17. I like to see the hook point pass the center line of the needle right in the middle of the scarf (top to bottom). There is normally a spec regarding how much the needle has lifted by the time the hook is supposed to meet the needle centerline. Do they mention that value? If it's machine that runs a typical universal domestic needle it should be pretty close to a Singer 31-15 where the rise of the needle should be 3/32 inch when the hook tip crosses the needle centerline. Hope that helps.
  18. Sorry I misunderstood, 16 and 17 are needle style not size, so your needle size seems to be about right. I don't have enough experience in leather to offer much help other than loops of top thread on the bottom means something is keeping the take up arm from pulling it up all the way. Needle too small or top tension too low or thick/sticky/hard material are typical causes that I know of.
  19. So you are running 138 thread with a #16 or #17 needle? So far most of my experience is with jeans and heavy canvas but I would be running at least #21 for 138 thread and often a #22 or #23 if it's really hard canvas and/or many layers. The reason you get the snaggle of top thread on the bottom is that the top tension needs to be very high for the take up arm to pull the top thread loop up through small needle eye and small hole in the material. If you're tension is maxed out but still not enough the arm can't pull up the loop back up and it gets left on the bottom side. I'd go with a bigger needle and you should be able to back way off on your top tension.
  20. I have a vintage parts and operating manual that covers Singer 111W, 211W, Consew225, 226R1 and Juki 562, 563. For sale for $5 and the cost of mailing.
  21. It looks like all the parts on the machine match the parts in the parts diagram in the oil shut off area so not sure what do there. I'm still wondering if anyone just does manual oiling instead of filling the well?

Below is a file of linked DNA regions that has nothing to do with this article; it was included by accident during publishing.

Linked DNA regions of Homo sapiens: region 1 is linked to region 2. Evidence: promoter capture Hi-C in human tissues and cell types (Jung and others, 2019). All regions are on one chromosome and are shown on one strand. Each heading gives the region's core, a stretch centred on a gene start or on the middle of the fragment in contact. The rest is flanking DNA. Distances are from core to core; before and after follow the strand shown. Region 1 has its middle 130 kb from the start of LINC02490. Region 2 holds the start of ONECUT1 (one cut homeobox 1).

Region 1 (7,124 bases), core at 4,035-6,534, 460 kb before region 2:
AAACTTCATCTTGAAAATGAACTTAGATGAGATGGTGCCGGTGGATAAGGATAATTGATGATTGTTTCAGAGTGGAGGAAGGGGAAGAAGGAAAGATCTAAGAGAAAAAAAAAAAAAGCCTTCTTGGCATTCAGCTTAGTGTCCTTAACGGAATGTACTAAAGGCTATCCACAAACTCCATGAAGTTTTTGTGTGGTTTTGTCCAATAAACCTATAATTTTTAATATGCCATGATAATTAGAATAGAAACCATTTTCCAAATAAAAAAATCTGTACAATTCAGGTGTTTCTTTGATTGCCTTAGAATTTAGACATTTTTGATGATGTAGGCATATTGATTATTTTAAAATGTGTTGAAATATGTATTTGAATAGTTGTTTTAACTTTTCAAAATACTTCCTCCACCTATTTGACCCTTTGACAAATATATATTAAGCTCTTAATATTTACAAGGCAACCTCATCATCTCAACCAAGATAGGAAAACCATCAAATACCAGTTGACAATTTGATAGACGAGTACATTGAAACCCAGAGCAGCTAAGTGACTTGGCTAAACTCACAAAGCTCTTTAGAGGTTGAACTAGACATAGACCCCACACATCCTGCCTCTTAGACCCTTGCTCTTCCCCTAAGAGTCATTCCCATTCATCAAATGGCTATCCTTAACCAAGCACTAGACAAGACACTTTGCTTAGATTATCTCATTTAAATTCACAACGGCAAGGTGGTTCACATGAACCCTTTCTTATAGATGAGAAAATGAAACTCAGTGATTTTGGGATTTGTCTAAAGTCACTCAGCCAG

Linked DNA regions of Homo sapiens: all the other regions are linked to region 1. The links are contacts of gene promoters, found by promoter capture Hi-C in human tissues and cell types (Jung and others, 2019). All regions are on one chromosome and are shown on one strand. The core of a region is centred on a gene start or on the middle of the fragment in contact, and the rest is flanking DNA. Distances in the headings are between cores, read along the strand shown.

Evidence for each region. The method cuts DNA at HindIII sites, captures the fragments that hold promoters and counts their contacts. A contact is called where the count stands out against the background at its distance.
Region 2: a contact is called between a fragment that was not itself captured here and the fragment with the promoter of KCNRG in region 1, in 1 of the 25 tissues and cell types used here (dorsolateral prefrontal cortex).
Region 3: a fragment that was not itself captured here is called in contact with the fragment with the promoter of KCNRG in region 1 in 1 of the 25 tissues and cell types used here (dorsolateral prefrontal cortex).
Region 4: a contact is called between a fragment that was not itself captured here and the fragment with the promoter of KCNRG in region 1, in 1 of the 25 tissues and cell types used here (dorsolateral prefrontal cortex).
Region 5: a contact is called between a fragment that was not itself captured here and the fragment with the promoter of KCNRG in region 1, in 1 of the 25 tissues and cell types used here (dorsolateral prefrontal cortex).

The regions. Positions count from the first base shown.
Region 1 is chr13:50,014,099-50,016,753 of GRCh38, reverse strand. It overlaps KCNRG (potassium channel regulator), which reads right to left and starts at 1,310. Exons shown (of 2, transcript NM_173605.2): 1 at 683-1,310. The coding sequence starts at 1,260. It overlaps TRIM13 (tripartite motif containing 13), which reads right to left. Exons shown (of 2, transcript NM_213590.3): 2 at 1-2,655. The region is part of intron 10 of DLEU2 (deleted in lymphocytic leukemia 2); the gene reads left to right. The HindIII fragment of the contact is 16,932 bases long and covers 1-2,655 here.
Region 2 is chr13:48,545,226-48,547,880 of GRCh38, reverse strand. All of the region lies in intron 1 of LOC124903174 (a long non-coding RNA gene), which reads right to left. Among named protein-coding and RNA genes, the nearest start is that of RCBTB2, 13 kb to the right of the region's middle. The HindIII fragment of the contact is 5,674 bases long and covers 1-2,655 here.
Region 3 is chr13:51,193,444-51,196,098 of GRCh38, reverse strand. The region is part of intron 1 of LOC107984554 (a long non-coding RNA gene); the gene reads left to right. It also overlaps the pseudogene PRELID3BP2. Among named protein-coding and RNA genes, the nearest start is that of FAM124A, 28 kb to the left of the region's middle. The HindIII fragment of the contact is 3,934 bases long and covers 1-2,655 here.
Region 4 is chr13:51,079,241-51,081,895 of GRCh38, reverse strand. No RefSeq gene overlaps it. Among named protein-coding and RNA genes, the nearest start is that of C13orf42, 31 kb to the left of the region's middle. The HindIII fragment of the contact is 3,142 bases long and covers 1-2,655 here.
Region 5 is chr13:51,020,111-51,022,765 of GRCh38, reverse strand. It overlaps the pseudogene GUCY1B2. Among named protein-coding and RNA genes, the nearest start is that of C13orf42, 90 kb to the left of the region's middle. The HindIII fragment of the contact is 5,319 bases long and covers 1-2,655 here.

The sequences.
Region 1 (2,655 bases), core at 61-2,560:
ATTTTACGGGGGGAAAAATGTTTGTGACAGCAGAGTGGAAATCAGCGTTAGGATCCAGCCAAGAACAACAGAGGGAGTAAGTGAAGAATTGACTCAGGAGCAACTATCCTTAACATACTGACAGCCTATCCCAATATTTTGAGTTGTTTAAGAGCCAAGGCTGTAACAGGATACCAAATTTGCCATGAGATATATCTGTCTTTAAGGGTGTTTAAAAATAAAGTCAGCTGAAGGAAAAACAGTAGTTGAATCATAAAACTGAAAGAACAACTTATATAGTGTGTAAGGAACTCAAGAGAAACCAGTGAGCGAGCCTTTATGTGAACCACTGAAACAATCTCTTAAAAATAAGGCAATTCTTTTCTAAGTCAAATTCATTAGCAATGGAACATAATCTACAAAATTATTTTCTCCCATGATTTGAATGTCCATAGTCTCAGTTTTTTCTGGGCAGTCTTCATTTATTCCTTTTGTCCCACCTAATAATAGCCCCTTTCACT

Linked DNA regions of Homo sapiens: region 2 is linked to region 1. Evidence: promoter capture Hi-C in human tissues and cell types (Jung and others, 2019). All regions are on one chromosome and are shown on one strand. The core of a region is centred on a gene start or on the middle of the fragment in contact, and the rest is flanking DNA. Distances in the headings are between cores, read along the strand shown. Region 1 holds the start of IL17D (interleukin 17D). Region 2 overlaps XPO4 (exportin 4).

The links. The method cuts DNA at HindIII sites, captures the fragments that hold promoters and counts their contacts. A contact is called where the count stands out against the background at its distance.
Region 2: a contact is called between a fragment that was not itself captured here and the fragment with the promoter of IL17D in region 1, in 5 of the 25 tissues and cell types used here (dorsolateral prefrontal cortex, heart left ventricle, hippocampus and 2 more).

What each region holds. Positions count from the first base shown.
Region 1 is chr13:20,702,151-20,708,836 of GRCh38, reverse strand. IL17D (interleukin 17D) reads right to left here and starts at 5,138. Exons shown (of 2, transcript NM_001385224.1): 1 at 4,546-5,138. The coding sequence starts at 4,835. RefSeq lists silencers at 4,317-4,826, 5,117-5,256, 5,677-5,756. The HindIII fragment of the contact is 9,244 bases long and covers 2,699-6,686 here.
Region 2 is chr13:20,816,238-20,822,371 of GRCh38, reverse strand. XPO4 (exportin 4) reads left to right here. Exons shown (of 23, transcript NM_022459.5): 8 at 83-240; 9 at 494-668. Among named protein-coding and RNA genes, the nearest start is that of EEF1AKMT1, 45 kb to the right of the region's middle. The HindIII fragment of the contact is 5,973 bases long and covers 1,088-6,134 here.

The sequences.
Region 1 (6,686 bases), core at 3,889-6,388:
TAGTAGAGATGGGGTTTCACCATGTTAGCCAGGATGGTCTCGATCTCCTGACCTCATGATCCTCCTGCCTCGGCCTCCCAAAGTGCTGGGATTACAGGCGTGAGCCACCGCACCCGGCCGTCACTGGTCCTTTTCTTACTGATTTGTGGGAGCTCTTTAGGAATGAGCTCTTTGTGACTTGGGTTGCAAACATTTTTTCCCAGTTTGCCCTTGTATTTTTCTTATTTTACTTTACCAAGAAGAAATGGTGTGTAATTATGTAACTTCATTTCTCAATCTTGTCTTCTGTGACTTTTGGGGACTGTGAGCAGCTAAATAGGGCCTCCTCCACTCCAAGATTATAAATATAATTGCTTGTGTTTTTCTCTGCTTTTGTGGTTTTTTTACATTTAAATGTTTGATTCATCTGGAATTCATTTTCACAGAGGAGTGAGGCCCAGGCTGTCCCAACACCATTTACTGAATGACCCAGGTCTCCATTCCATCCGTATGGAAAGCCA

22. I had a 78-1 for a while. No service manuals. I disagree with the Singer literature. These are not lightweight machines. Needle size to 25, 1/2 inch under the presser foot, large heavy handwheel, 3 stitches per inch. Simple and reliable yes, light weight no. Have fun with yours!
  23. Do other owners of the Consew 255RB-3 use the semi-automatic oiling system? I filled my reservoirs yesterday and left the little knob on top in the off position. The machine is sitting on a metal workbench. The upper reservoir pretty much emptied itself overnight. There was an oil pad in the drip pan that was saturated when I got the machine. I'm thinking I'd just go to manual oiling but wonder if others have had this problem and what they did about it? The other question is about the presser foot lift. There's lots of literature that quotes it at 9/16 of an inch. I can get close to that at the upper lever position but then my needle bar interferes with the outer foot when the presser foot is up at the low position. To avoid this interference the highest I can go for presser foot height when up is about 11 -12 mm. I just got the timing dialed in to sew well so I don't want to believe my needle bar is too low but that's all I can think of. Any merit in switch over to a 190 needle size to provide clearance. Thoughts? Thanks
  24. I had the Consew 18 for short while but I'm pretty sure it will handle T135 all day long and I think I even tried some T210 with a 24 needle but had a modified needle plate to allow the bigger needle to pass. 92 should be no problem.